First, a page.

Chicago is a very storied sports city. From the longevity of our baseball teams to the ruggedness of the Bears to the dominance of the Bulls dynasties during the 1990s, it's hard to grow up in this city without being ingrained of the sports culture that's just as well-known as the city's dark past. For Chicago's young athletes, their lives revolve around their chosen sport, but the dangers of the city's violent streets can fade away even the brightest of stars.
Link to the trailer for Benji
Directors: Coodie and Chike
Release Date: October 23, 2012 (as part of ESPN Films' 30 for 30 series)
In 1984, a high school basketball player named Benjamin Wilson was the first in the city's history to be named the number one high school basketball player in the United States following his high school's, Simeon Vocational High School, first state championship. Local and national eyes were on Wilson, touted by some scouts as the most talented basketball player they've seen... all of this in the same year the sport's arguably best player, Michael Jordan, was drafted by the Chicago Bulls. However, one unfortunate encounter on a November morning resulted in Wilson's tragic murder before the start of his Senior season.
Utilizing a mix of archival footage, animated sequences, and contemporary interviews ranging from Wilson's neighbors and teammates to well-known Chicagoan figures that grew up alongside Wilson (including ESPN journalist Michael Wilbon, former basketball player Juwan Howard, and singer R. Kelly), Benji was stylistically put together by directors Coodie and Chike who are mostly known for the Through the Wire video from Kanye West's debut album. Coodie and Chike's roots in music videos show in Benji with their decision to cut the documentary using mixed media. However, all the stylish notions wouldn't amount to anything if the subject matter wasn't up to snuff.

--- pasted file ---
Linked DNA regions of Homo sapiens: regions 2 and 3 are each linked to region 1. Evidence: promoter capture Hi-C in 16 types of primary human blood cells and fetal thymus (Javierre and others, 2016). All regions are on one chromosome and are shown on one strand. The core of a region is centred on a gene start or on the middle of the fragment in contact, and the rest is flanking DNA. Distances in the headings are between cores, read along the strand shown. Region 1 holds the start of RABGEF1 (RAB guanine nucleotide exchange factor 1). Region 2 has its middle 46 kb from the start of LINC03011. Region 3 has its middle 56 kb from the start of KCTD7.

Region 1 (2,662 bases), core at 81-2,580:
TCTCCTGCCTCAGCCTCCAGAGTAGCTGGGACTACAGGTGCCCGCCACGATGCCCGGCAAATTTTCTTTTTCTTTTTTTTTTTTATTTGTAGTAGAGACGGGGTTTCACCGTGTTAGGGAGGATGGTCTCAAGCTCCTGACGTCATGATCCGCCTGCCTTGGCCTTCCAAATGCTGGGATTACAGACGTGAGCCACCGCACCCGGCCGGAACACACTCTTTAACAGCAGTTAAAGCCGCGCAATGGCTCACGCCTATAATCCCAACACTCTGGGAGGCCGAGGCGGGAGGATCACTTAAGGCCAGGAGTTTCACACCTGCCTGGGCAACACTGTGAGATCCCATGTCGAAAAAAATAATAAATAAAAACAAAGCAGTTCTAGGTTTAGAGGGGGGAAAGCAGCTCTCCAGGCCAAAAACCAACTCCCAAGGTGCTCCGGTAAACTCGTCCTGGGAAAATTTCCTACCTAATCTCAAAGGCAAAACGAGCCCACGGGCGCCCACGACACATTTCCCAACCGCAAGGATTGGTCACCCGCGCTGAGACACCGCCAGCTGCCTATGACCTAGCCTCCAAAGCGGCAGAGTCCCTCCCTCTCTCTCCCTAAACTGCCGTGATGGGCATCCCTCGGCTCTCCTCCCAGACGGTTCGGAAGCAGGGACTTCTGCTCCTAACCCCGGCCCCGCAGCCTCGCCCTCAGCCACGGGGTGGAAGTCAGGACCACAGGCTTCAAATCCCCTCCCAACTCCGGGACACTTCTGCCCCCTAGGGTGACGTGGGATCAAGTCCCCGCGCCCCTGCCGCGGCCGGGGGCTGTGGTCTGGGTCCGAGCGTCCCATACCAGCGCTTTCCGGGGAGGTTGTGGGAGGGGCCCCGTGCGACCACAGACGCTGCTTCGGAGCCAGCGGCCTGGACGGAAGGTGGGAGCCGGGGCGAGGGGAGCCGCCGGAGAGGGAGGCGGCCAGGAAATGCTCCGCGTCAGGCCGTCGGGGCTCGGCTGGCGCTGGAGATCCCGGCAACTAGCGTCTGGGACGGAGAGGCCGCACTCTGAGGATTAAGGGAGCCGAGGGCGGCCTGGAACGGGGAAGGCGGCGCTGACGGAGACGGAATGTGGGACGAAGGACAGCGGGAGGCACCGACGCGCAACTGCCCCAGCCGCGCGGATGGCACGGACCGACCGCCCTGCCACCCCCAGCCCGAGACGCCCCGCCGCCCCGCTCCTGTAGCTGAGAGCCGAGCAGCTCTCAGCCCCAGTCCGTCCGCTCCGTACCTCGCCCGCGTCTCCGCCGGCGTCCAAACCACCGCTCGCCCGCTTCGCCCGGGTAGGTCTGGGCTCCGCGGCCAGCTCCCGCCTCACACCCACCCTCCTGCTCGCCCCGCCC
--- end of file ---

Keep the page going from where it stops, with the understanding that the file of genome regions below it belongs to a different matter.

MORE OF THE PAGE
Benji evokes sentimentality and nostalgia as it tells Wilson's life, from his beginnings as an aspiring basketball player to who could have been the greatest athlete to come from Chicago. What hit me the most is how his life mirrors that of Derrick Rose's, the former NBA MVP and starting point guard for the Chicago Bulls. Like Wilson, Rose went to Simeon, bringing the school its first championship since Wilson's almost three decades ago. It's just one of those things you can't plan for, but Rose is like Wilson's spiritual successor; when the question of "What if?" is risen about what could have been Wilson's future, Rose could be seen as the answer. A sense of mythological wonderment revolves around the ghost of Wilson. He wasn't just a basketball player; he was the city's son that was destined for greatness.
I understand that a bulk of this review has revolved on how local its effect is, and I do apologize for that, but Benji definitely hits close to home given its setting. His legacy spread across the entire city, with various laws involving trauma patients being adapted in the wake of his murder. Furthermore, he represents a role model for aspiring athletes in the city, as well as one of the city's tragic figures.
You don't have to be from Chicago or even enjoy basketball to find something provoking in Benji. I've always said that sportswriting consists of some of the best forms of writing, and the ESPN 30 for 30 series exemplifies this. The documentary is an emotional, nostalgic look at a young person's life being cut just as he was beginning to achieve stardom. Benji represents one of the best entries not only in EPSN Films' 30 for 30 series, but one of the well-crafted sports documentaries.
(Benji will have its ESPN premiere on October 23rd at 8pm EST/7pm CST.)
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